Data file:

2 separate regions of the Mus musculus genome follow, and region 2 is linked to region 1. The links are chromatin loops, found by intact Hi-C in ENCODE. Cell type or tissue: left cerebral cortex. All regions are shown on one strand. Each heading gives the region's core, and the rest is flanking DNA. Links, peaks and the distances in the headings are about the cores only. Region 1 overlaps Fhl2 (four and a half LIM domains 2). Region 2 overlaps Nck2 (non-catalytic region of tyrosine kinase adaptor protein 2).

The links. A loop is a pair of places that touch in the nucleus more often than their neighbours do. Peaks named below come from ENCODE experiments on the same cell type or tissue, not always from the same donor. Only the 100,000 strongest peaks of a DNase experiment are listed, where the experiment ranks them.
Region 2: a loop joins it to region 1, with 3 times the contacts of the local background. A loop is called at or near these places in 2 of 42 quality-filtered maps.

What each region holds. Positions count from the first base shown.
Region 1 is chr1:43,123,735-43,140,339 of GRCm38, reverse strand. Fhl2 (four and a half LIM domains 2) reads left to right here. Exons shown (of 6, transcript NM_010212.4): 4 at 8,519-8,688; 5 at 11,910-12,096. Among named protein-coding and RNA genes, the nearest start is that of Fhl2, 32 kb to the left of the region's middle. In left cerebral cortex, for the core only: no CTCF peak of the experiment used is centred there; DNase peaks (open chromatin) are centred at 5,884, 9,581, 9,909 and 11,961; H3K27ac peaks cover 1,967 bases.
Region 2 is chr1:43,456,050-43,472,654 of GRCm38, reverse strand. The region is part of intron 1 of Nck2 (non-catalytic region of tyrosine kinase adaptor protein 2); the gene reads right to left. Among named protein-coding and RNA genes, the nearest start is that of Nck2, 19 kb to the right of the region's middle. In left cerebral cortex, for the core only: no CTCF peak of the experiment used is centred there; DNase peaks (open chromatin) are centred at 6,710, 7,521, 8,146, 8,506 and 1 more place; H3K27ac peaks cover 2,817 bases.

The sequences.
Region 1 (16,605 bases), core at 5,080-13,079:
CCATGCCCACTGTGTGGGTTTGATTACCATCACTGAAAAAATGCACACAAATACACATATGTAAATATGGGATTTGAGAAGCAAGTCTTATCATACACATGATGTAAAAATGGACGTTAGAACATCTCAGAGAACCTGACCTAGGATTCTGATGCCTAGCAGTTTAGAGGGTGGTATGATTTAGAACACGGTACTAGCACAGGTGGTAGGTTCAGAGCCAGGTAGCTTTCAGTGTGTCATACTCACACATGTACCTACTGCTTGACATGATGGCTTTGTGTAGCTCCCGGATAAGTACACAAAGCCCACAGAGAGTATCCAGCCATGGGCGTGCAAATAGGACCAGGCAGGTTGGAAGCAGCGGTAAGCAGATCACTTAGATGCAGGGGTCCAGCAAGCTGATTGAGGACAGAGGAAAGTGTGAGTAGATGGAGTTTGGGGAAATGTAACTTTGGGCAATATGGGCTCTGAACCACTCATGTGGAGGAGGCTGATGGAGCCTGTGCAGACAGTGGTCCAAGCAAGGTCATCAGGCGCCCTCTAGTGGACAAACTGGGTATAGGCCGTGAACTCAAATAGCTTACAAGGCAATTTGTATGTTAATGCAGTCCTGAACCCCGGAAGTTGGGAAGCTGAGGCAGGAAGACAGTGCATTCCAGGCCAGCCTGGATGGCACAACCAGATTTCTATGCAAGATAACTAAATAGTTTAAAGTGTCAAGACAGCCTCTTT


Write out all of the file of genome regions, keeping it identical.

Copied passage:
2 separate regions of the Mus musculus genome follow, and region 2 is linked to region 1. The links are chromatin loops, found by intact Hi-C in ENCODE. Cell type or tissue: left cerebral cortex. All regions are shown on one strand. Each heading gives the region's core, and the rest is flanking DNA. Links, peaks and the distances in the headings are about the cores only. Region 1 overlaps Fhl2 (four and a half LIM domains 2). Region 2 overlaps Nck2 (non-catalytic region of tyrosine kinase adaptor protein 2).

The links. A loop is a pair of places that touch in the nucleus more often than their neighbours do. Peaks named below come from ENCODE experiments on the same cell type or tissue, not always from the same donor. Only the 100,000 strongest peaks of a DNase experiment are listed, where the experiment ranks them.
Region 2: a loop joins it to region 1, with 3 times the contacts of the local background. A loop is called at or near these places in 2 of 42 quality-filtered maps.

What each region holds. Positions count from the first base shown.
Region 1 is chr1:43,123,735-43,140,339 of GRCm38, reverse strand. Fhl2 (four and a half LIM domains 2) reads left to right here. Exons shown (of 6, transcript NM_010212.4): 4 at 8,519-8,688; 5 at 11,910-12,096. Among named protein-coding and RNA genes, the nearest start is that of Fhl2, 32 kb to the left of the region's middle. In left cerebral cortex, for the core only: no CTCF peak of the experiment used is centred there; DNase peaks (open chromatin) are centred at 5,884, 9,581, 9,909 and 11,961; H3K27ac peaks cover 1,967 bases.
Region 2 is chr1:43,456,050-43,472,654 of GRCm38, reverse strand. The region is part of intron 1 of Nck2 (non-catalytic region of tyrosine kinase adaptor protein 2); the gene reads right to left. Among named protein-coding and RNA genes, the nearest start is that of Nck2, 19 kb to the right of the region's middle. In left cerebral cortex, for the core only: no CTCF peak of the experiment used is centred there; DNase peaks (open chromatin) are centred at 6,710, 7,521, 8,146, 8,506 and 1 more place; H3K27ac peaks cover 2,817 bases.

The sequences.
Region 1 (16,605 bases), core at 5,080-13,079:
CCATGCCCACTGTGTGGGTTTGATTACCATCACTGAAAAAATGCACACAAATACACATATGTAAATATGGGATTTGAGAAGCAAGTCTTATCATACACATGATGTAAAAATGGACGTTAGAACATCTCAGAGAACCTGACCTAGGATTCTGATGCCTAGCAGTTTAGAGGGTGGTATGATTTAGAACACGGTACTAGCACAGGTGGTAGGTTCAGAGCCAGGTAGCTTTCAGTGTGTCATACTCACACATGTACCTACTGCTTGACATGATGGCTTTGTGTAGCTCCCGGATAAGTACACAAAGCCCACAGAGAGTATCCAGCCATGGGCGTGCAAATAGGACCAGGCAGGTTGGAAGCAGCGGTAAGCAGATCACTTAGATGCAGGGGTCCAGCAAGCTGATTGAGGACAGAGGAAAGTGTGAGTAGATGGAGTTTGGGGAAATGTAACTTTGGGCAATATGGGCTCTGAACCACTCATGTGGAGGAGGCTGATGGAGCCTGTGCAGACAGTGGTCCAAGCAAGGTCATCAGGCGCCCTCTAGTGGACAAACTGGGTATAGGCCGTGAACTCAAATAGCTTACAAGGCAATTTGTATGTTAATGCAGTCCTGAACCCCGGAAGTTGGGAAGCTGAGGCAGGAAGACAGTGCATTCCAGGCCAGCCTGGATGGCACAACCAGATTTCTATGCAAGATAACTAAATAGTTTAAAGTGTCAAGACAGCCTCTTT